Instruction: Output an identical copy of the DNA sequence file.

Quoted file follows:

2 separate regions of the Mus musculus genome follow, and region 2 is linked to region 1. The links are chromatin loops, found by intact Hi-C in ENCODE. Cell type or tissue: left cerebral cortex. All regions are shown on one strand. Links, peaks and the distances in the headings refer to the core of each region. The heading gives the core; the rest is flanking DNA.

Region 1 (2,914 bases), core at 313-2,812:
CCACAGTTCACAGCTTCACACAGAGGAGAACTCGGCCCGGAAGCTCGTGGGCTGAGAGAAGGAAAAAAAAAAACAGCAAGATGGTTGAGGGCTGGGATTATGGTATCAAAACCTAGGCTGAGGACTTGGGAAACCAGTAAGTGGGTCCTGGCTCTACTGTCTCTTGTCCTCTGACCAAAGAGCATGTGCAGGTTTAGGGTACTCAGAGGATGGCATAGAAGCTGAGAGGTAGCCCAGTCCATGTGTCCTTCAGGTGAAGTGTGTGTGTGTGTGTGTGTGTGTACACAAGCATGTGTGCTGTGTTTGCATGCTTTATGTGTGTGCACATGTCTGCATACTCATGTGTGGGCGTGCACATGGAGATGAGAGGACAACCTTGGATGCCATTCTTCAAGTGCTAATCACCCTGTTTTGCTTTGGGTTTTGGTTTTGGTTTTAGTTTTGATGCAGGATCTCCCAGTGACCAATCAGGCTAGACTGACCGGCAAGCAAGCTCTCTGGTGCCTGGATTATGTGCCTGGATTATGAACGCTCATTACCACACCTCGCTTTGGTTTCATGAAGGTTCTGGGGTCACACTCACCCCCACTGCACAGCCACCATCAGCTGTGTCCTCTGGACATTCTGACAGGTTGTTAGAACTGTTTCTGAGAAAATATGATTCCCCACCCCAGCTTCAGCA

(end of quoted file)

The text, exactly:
2 separate regions of the Mus musculus genome follow, and region 2 is linked to region 1. The links are chromatin loops, found by intact Hi-C in ENCODE. Cell type or tissue: left cerebral cortex. All regions are shown on one strand. Links, peaks and the distances in the headings refer to the core of each region. The heading gives the core; the rest is flanking DNA.

Region 1 (2,914 bases), core at 313-2,812:
CCACAGTTCACAGCTTCACACAGAGGAGAACTCGGCCCGGAAGCTCGTGGGCTGAGAGAAGGAAAAAAAAAAACAGCAAGATGGTTGAGGGCTGGGATTATGGTATCAAAACCTAGGCTGAGGACTTGGGAAACCAGTAAGTGGGTCCTGGCTCTACTGTCTCTTGTCCTCTGACCAAAGAGCATGTGCAGGTTTAGGGTACTCAGAGGATGGCATAGAAGCTGAGAGGTAGCCCAGTCCATGTGTCCTTCAGGTGAAGTGTGTGTGTGTGTGTGTGTGTGTACACAAGCATGTGTGCTGTGTTTGCATGCTTTATGTGTGTGCACATGTCTGCATACTCATGTGTGGGCGTGCACATGGAGATGAGAGGACAACCTTGGATGCCATTCTTCAAGTGCTAATCACCCTGTTTTGCTTTGGGTTTTGGTTTTGGTTTTAGTTTTGATGCAGGATCTCCCAGTGACCAATCAGGCTAGACTGACCGGCAAGCAAGCTCTCTGGTGCCTGGATTATGTGCCTGGATTATGAACGCTCATTACCACACCTCGCTTTGGTTTCATGAAGGTTCTGGGGTCACACTCACCCCCACTGCACAGCCACCATCAGCTGTGTCCTCTGGACATTCTGACAGGTTGTTAGAACTGTTTCTGAGAAAATATGATTCCCCACCCCAGCTTCAGCA